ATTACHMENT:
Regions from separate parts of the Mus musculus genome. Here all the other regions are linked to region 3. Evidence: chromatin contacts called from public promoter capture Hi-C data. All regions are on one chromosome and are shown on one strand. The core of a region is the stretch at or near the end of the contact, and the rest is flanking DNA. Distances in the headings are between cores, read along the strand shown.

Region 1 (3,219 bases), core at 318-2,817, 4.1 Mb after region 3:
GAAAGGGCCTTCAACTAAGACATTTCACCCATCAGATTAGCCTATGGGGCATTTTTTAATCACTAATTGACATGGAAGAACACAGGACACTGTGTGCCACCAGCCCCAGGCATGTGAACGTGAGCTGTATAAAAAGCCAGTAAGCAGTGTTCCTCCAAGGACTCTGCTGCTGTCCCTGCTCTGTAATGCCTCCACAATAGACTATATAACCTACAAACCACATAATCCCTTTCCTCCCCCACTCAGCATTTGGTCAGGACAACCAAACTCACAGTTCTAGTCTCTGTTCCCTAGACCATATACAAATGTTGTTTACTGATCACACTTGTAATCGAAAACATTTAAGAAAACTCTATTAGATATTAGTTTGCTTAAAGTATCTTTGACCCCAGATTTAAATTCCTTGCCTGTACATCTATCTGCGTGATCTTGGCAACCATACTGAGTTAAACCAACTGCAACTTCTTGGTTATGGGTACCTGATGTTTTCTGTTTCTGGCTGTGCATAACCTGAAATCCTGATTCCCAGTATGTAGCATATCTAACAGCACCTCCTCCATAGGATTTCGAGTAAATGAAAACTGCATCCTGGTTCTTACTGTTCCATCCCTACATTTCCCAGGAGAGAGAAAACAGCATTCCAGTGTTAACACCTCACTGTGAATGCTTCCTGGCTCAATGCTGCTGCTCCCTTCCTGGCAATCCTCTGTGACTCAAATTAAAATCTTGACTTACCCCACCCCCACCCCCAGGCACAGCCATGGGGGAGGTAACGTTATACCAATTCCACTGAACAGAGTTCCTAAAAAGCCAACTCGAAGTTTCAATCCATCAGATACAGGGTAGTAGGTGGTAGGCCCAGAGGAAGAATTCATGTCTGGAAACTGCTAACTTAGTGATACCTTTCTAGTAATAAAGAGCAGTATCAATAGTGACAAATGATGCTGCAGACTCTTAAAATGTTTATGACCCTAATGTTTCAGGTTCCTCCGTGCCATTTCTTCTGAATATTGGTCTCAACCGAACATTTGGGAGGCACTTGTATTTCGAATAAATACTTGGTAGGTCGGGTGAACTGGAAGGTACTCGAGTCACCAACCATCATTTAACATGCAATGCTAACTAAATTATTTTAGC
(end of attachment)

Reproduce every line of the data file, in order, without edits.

Regions from separate parts of the Mus musculus genome. Here all the other regions are linked to region 3. Evidence: chromatin contacts called from public promoter capture Hi-C data. All regions are on one chromosome and are shown on one strand. The core of a region is the stretch at or near the end of the contact, and the rest is flanking DNA. Distances in the headings are between cores, read along the strand shown.

Region 1 (3,219 bases), core at 318-2,817, 4.1 Mb after region 3:
GAAAGGGCCTTCAACTAAGACATTTCACCCATCAGATTAGCCTATGGGGCATTTTTTAATCACTAATTGACATGGAAGAACACAGGACACTGTGTGCCACCAGCCCCAGGCATGTGAACGTGAGCTGTATAAAAAGCCAGTAAGCAGTGTTCCTCCAAGGACTCTGCTGCTGTCCCTGCTCTGTAATGCCTCCACAATAGACTATATAACCTACAAACCACATAATCCCTTTCCTCCCCCACTCAGCATTTGGTCAGGACAACCAAACTCACAGTTCTAGTCTCTGTTCCCTAGACCATATACAAATGTTGTTTACTGATCACACTTGTAATCGAAAACATTTAAGAAAACTCTATTAGATATTAGTTTGCTTAAAGTATCTTTGACCCCAGATTTAAATTCCTTGCCTGTACATCTATCTGCGTGATCTTGGCAACCATACTGAGTTAAACCAACTGCAACTTCTTGGTTATGGGTACCTGATGTTTTCTGTTTCTGGCTGTGCATAACCTGAAATCCTGATTCCCAGTATGTAGCATATCTAACAGCACCTCCTCCATAGGATTTCGAGTAAATGAAAACTGCATCCTGGTTCTTACTGTTCCATCCCTACATTTCCCAGGAGAGAGAAAACAGCATTCCAGTGTTAACACCTCACTGTGAATGCTTCCTGGCTCAATGCTGCTGCTCCCTTCCTGGCAATCCTCTGTGACTCAAATTAAAATCTTGACTTACCCCACCCCCACCCCCAGGCACAGCCATGGGGGAGGTAACGTTATACCAATTCCACTGAACAGAGTTCCTAAAAAGCCAACTCGAAGTTTCAATCCATCAGATACAGGGTAGTAGGTGGTAGGCCCAGAGGAAGAATTCATGTCTGGAAACTGCTAACTTAGTGATACCTTTCTAGTAATAAAGAGCAGTATCAATAGTGACAAATGATGCTGCAGACTCTTAAAATGTTTATGACCCTAATGTTTCAGGTTCCTCCGTGCCATTTCTTCTGAATATTGGTCTCAACCGAACATTTGGGAGGCACTTGTATTTCGAATAAATACTTGGTAGGTCGGGTGAACTGGAAGGTACTCGAGTCACCAACCATCATTTAACATGCAATGCTAACTAAATTATTTTAGC